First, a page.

Factbites
 Where results make sense
About us   |   Why use us?   |   Reviews   |   PR   |   Contact us  

Topic: Norman Borlaug


Related Topics

  
  Four Iowans Who Fed the World--Hurt "Norman Borlaug   (Site not responding. Last check: 2007-10-12)
Borlaug also argued that "all who are born into the world have a moral right to the basic ingredients for a decent and humane life." For Borlaug, access to adequate food that enable people to pursue a meaningful life was, in fact, a human right.
Borlaug argued that his environmental critics were unwilling to trade places with people in developing countries where the life span was at least a third less than for Americans and where half of the children died before the age of ten.
Borlaug wrote: "We need to bring common sense into the debate on agricultural science and technology, and the sooner the better." For Borlaug, the choice was not between feast guaranteed by chemical technology and famine ordained by the environment.
hoover.archives.gov /programs/4Iowans/Hurt.html   (3124 words)

  
 Norman Ernest Borlaug Biography | World of Chemistry
Norman Borlaug began his career as a plant pathologist and became a force in international politics through a stint as a consultant in agronomy (the science of raising crops) to the Mexican government.
Borlaug was not shy in articulating what resources a nation had to supply for his agrarian reforms to succeed: a stable governing body with the political will to enact his proposals; the ability to provide the chemicals and machinery necessary to modern architecture; and, of greatest importance, a commitment to training young scientists in agronomy.
Borlaug remarked that these accusations missed the point he had made in his Nobel Prize speech, which was that the greatest danger to the environment came not from industrialization but from the population explosion.
www.bookrags.com /biography/norman-ernest-borlaug-woc   (1733 words)

  
 Welcome to Cresco: Dr. Norman Borlaug   (Site not responding. Last check: 2007-10-12)
Norman Borlaug is credited with saving millions of people from starvation in what has been named the Green Revolution.
Borlaug and his sisters, Palma Behrens of Cedar Fills and Charlotte Culbert of Cresco, eventually came to own this farm.
Recently, Borlaug donated his portion of the property to the Norman Borlaug Heritage Foundation, a nonprofit, privately supported organization dedicated to the protection and enhancement of Iowa's natural resources.
www.crescoia.com /normanborlaug.html   (490 words)

  
 Norman Borlaug on The Paula Gordon Show
Norman Borlaug's life is a tribute to what one person can do in the face of enormous obstacles: he has saved more lives than anyone in history.
Norman Borlaug is the Father of the Green Revolution.
Norman Borlaug, father of the Green Revolution, describes the origin of the first foreign technical assistance program, in Mexico, to Paula Gordon and Bill Russell.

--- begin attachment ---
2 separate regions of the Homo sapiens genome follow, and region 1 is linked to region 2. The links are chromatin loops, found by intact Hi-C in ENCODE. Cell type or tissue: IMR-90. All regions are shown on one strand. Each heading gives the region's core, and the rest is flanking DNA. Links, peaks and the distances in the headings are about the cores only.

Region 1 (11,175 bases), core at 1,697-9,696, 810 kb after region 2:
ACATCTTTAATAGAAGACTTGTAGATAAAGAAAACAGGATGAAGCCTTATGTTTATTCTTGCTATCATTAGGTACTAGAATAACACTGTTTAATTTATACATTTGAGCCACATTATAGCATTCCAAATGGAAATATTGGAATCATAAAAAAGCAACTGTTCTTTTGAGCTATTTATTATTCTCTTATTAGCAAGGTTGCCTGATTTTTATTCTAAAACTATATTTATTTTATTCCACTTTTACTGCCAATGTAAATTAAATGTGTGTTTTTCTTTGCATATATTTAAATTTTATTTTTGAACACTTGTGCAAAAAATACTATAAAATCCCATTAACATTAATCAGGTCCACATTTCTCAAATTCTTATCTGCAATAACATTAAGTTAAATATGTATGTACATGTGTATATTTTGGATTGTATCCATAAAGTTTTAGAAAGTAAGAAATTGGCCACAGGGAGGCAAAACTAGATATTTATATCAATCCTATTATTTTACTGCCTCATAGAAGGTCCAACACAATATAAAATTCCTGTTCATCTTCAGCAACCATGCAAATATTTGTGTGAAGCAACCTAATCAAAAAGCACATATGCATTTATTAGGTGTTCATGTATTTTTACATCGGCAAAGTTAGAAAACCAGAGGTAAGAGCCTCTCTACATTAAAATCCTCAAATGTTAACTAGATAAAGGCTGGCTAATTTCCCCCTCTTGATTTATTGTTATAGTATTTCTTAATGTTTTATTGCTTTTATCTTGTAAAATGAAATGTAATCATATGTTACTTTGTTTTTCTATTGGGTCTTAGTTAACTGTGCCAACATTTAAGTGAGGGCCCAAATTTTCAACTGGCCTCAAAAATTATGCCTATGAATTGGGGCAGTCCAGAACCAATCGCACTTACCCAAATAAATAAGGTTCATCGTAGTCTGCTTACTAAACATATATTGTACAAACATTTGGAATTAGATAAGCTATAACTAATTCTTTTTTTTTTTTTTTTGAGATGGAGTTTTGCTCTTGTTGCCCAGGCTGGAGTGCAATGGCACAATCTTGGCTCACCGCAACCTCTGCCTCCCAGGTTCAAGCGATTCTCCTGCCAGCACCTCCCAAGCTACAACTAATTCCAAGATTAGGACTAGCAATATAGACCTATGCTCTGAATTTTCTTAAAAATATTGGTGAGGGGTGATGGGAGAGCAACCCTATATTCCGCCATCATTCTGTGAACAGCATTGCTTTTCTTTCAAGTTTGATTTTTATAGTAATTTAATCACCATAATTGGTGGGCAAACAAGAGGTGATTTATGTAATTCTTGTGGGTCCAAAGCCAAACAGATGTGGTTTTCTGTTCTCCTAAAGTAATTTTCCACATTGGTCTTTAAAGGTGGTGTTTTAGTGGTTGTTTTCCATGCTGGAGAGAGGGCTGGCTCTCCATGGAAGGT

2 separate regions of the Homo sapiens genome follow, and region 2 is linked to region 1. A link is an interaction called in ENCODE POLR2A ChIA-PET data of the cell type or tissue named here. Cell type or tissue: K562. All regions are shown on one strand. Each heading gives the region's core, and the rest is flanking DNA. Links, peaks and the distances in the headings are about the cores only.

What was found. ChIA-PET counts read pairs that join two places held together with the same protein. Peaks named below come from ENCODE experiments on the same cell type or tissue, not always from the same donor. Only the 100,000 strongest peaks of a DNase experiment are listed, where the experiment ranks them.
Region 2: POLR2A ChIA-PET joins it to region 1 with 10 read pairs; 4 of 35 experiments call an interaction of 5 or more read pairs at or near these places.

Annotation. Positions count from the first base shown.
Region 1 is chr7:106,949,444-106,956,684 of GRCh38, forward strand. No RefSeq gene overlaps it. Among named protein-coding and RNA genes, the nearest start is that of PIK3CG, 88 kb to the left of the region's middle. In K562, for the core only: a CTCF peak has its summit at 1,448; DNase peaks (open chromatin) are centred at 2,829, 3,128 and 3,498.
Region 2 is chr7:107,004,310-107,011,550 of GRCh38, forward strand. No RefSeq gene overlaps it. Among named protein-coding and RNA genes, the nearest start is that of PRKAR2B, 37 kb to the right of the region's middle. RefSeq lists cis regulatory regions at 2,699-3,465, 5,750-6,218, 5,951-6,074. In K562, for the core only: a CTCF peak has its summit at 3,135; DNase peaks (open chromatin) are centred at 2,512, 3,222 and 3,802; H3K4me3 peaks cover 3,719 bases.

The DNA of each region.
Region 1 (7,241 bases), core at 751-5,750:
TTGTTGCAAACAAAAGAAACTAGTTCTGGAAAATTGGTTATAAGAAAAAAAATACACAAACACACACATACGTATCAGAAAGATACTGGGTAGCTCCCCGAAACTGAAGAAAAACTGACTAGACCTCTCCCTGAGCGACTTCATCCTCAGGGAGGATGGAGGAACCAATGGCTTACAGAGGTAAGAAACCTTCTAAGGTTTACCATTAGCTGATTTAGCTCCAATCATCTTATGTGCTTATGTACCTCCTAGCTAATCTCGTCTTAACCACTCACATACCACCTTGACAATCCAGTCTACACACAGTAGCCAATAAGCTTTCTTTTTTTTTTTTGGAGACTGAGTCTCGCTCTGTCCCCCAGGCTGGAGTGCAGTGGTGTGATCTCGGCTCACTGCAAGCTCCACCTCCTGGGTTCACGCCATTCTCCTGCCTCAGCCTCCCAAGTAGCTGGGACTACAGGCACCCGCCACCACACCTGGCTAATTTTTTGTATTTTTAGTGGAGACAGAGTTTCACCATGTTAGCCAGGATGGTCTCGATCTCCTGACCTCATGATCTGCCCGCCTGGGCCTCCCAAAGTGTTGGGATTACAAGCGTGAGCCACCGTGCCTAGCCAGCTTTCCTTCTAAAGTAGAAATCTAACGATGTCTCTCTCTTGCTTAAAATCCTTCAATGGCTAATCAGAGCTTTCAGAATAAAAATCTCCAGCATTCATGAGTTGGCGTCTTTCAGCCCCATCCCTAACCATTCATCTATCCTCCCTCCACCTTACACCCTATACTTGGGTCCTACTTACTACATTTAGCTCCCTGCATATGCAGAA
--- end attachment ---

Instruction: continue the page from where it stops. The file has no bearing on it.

www.paulagordon.com /shows/borlaug   (1197 words)

  
 Who is Norman Borlaug?   (Site not responding. Last check: 2007-10-12)
Borlaug grew up on a farm near Cresco, Iowa, never forgetting the lessons of the farm, or the strong influence his grandfather had on his education.
Borlaug believed that the work in the fields was a vital part of understanding the farmers he was helping.
The Norman Borlaug Heritage Foundation, located in Cresco, Iowa, is dedicated to promoting educational programs and projects that reflect the achievements and philosophy of Dr. Borlaug.
macserver.independence.k12.ia.us /~jlang/Education/BorlaugIntro.htm   (655 words)

  
 Norman Borlaug: Forgotten Benefactor of Humanity -- Center for Global Food Issues
Borlaug is an eighty-two-year-old plant breeder who for most of the past five decades has lived in developing nations, teaching the techniques of high-yield agriculture.
NORMAN BORLAUG was born in Cresco, Iowa, in 1914.
Borlaug also developed cereals that were insensitive to the number of hours of light in a day, and could therefore be grown in many climates.
www.highyieldconservation.org /articles/forgotten_benefactor.html   (4924 words)

  
 World Food Prize Founder Dr. Norman E. Borlaug
Born of Norwegian descent, Dr. Borlaug was raised in Cresco, a small farming community in northeast Iowa.
In 1944, Dr. Borlaug participated in the Rockefeller Foundation's pioneering technical assistance program in Mexico, where he was a research scientist in charge of wheat improvement.
It was on the research stations and farmers' fields of Mexico that Dr. Borlaug developed successive generations of wheat varieties with broad and stable disease resistance, broad adaptation to growing conditions across many degrees of latitude, and with exceedingly high yield potential.
www.worldfoodprize.org /about/Borlaug.htm   (411 words)

  
 Norman Borlaug Is The Greatest Living American Saving People and Nature With The "Green Revolution"   (Site not responding. Last check: 2007-10-12)
Borlaug has never received anywhere near the public applause he deserves for his contributions to saving both people and wildlife with the Green Revolution.
Borlaug's logic and optimism prevailed, however, and four developments, since then have made him an even more towering figure today than he was in 1970.